• Orbital Incisional Biopsy: During this procedure, a moderate amount of tissue is surgically removed from the mid or posterior orbit and sent to a pathologist for examination. The excised tissue is usually representative of the abnormal orbital tumor. This surgery is performed under general anesthesia.
  • Lipodermoid/Dermoid/Epidermoid Excision: Lipodermoid, dermoid and epidermoid are conditions that develop when a normal tissue overgrows in an abnormal location. They differ from each other in composition and their respective locations in the eye. Surgical excision is recommended in dermoid and epidermoid conditions, if the patient suffers from irritation and disturbance of vision. During the surgery, the skin overlying the dermoid is cut open along with the adjoining tissues to reveal the dermoid. The dermoid is then excised free of the surrounding tissue. Surgery is very rarely recommended in lipodermoids because of associated complications.
  • Orbitotomy + Debulking: The surgical biopsy to examine and make a definite diagnosis of orbital tumors is called orbitotomy. There are different types of orbitotomies such as Lateral Orbitotomy, Anterior Orbitotomy, Medial Orbitotomy, and a combination of the Lateral and Medial Orbitotomies. One of these different orbitotomy procedures is used depending on the location and the size of the tumor. At times, it is not possible or advisable to remove the entire tumor. In such instances, only a part of the malignant tumor is removed by a surgery called debulking.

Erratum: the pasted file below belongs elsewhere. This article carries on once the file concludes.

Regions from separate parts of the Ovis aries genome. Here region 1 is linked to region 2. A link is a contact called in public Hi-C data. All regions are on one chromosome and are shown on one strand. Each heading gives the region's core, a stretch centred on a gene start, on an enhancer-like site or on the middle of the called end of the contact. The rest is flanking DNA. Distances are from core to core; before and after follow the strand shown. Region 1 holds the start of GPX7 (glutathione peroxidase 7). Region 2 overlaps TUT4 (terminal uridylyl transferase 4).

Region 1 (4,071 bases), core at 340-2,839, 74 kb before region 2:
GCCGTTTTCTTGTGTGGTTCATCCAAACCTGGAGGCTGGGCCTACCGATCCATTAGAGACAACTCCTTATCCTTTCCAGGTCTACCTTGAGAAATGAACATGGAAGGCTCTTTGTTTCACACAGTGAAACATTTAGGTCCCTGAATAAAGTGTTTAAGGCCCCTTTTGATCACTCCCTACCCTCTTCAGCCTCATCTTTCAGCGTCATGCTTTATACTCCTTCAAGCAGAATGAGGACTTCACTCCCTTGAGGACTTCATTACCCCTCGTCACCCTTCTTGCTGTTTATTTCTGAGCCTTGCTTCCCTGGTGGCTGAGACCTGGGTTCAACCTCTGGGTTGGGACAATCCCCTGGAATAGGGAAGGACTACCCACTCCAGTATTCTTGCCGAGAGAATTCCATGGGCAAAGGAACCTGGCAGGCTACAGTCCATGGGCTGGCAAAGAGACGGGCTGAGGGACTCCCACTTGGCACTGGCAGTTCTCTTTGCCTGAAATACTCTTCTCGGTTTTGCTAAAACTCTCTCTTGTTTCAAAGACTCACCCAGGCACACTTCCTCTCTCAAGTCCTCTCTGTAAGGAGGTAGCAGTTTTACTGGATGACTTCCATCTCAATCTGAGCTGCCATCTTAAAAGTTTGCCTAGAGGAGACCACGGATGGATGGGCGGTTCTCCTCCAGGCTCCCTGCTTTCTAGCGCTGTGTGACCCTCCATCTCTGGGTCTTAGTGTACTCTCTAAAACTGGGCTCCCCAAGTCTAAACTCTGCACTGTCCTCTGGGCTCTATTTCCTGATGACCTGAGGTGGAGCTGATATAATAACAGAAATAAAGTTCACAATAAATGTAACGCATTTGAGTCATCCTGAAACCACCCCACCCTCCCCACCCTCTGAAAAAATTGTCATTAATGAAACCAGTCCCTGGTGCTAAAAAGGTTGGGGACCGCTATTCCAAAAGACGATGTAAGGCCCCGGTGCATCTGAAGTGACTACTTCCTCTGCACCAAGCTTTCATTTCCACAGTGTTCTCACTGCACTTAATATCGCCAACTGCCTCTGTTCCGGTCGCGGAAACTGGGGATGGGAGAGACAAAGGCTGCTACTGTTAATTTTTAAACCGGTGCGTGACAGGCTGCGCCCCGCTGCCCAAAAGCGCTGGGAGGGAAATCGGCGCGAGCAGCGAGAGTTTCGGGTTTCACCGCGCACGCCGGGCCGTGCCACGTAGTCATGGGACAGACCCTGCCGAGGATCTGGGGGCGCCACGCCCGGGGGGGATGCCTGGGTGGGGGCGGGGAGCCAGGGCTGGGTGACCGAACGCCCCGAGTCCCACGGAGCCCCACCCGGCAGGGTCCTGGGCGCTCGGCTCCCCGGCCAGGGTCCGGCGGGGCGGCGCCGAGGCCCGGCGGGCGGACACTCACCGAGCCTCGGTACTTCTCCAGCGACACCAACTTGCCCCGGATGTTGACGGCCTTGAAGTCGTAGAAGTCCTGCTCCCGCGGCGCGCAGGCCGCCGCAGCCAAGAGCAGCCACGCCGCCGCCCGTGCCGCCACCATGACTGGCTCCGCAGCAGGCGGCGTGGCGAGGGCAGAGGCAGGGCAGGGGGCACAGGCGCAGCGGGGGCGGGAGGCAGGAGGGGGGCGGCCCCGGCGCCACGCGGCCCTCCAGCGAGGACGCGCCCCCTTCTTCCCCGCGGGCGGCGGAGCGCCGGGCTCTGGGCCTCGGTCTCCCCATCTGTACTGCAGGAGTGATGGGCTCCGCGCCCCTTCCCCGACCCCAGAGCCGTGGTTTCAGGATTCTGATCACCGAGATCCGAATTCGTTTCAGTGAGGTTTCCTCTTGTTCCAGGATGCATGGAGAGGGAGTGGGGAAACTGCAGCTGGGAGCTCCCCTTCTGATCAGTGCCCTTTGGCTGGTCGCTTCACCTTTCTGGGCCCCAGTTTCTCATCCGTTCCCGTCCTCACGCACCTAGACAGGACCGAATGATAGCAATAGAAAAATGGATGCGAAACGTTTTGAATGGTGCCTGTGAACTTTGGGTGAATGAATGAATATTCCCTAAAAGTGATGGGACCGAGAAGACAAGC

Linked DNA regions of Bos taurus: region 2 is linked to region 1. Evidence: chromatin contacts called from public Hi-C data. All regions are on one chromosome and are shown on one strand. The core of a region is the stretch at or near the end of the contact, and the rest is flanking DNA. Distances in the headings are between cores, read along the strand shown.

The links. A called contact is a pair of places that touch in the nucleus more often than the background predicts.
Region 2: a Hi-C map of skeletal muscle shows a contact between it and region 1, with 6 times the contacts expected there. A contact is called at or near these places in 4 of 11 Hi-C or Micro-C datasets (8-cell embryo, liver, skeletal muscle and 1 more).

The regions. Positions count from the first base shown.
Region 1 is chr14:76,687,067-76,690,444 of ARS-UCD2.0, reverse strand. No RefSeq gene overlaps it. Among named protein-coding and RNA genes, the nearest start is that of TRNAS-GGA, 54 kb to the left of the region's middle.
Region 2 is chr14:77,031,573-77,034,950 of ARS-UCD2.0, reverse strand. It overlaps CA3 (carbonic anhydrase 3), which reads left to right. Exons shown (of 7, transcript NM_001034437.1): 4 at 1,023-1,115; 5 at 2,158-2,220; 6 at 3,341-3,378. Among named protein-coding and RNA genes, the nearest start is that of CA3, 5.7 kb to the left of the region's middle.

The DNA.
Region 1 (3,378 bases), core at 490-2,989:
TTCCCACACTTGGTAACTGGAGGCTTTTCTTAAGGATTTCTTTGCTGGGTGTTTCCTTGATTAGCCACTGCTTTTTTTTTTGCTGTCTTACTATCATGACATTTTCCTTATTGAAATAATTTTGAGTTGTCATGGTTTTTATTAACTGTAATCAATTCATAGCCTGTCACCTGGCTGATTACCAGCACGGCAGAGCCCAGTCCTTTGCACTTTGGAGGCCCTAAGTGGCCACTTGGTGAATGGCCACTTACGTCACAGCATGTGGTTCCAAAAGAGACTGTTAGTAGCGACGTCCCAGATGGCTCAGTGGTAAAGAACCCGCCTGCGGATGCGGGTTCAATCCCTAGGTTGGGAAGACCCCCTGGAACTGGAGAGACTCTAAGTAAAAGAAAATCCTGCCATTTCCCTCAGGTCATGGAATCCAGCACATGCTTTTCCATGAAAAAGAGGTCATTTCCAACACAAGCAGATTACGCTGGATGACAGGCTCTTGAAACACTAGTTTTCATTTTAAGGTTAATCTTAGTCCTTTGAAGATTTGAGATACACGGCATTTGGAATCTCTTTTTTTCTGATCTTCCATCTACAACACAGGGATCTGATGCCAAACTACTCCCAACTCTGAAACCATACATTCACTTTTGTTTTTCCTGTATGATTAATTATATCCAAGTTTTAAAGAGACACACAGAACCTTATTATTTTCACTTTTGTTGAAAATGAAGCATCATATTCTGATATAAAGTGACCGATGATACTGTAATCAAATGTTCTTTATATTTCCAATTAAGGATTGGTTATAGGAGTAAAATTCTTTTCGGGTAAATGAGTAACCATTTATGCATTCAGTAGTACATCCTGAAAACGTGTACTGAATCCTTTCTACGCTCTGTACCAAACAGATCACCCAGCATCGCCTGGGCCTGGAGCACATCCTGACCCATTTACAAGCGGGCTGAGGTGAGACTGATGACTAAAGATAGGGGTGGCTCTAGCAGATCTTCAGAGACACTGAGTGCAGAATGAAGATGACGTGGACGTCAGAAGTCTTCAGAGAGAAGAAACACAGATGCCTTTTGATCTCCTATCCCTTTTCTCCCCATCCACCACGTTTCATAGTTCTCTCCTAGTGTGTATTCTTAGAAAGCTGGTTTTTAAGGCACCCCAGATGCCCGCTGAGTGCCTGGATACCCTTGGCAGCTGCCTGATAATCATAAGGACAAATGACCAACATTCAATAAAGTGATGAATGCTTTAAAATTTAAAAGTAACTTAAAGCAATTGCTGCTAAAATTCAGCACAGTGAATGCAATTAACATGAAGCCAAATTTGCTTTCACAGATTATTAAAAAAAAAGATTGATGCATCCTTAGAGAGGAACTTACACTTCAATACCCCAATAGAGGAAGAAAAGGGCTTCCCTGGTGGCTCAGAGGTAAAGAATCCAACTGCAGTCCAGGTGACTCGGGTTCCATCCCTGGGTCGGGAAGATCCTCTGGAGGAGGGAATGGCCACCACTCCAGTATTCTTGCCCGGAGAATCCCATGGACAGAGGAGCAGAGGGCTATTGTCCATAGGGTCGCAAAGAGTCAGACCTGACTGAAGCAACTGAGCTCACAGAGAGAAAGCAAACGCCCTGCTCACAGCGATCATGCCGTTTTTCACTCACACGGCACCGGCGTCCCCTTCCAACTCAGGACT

• Exenteration: Exenteration of the orbit is a surgical procedure to treat potentially life-threatening malignant tumors that involve the eyelids or structures around or behind the eye. This is an extensive surgery during which the eye ball, the surrounding tissue, conjunctiva and eyelids are removed. The socket is reconstructed with the help of a split thickness skin graft usually taken from the thigh. Exenteration surgery is a “last-resort” surgery undertaken only when the tumor cannot be completely removed by other treatment interventions that leave the eye ball intact with the hope of retaining vision.
  • Conjunctival Biopsy + AMG: Conjunctival biopsy is a safe diagnostic procedure for well-circumscribed (with definite boundaries) anterior orbital tumors that include hemangioma, schwannoma, and soft tissue dermoid cysts. During this procedure, an incision is made in the fornix (space behind the eyelids) of the conjunctiva. Using scissors and cotton applicator sticks, blunt dissection is carried out until the tumor is exposed. The next attempt is directed to extract the tumor intact. The tumor sample is sent to a pathologist for microscopic examination. An AMG (innermost layer of placenta) is used to reconstruct the conjunctival defect following removal of the tumor. Conjunctival biopsy is simple, has low morbidity, is cost-effective and is a less time consuming procedure.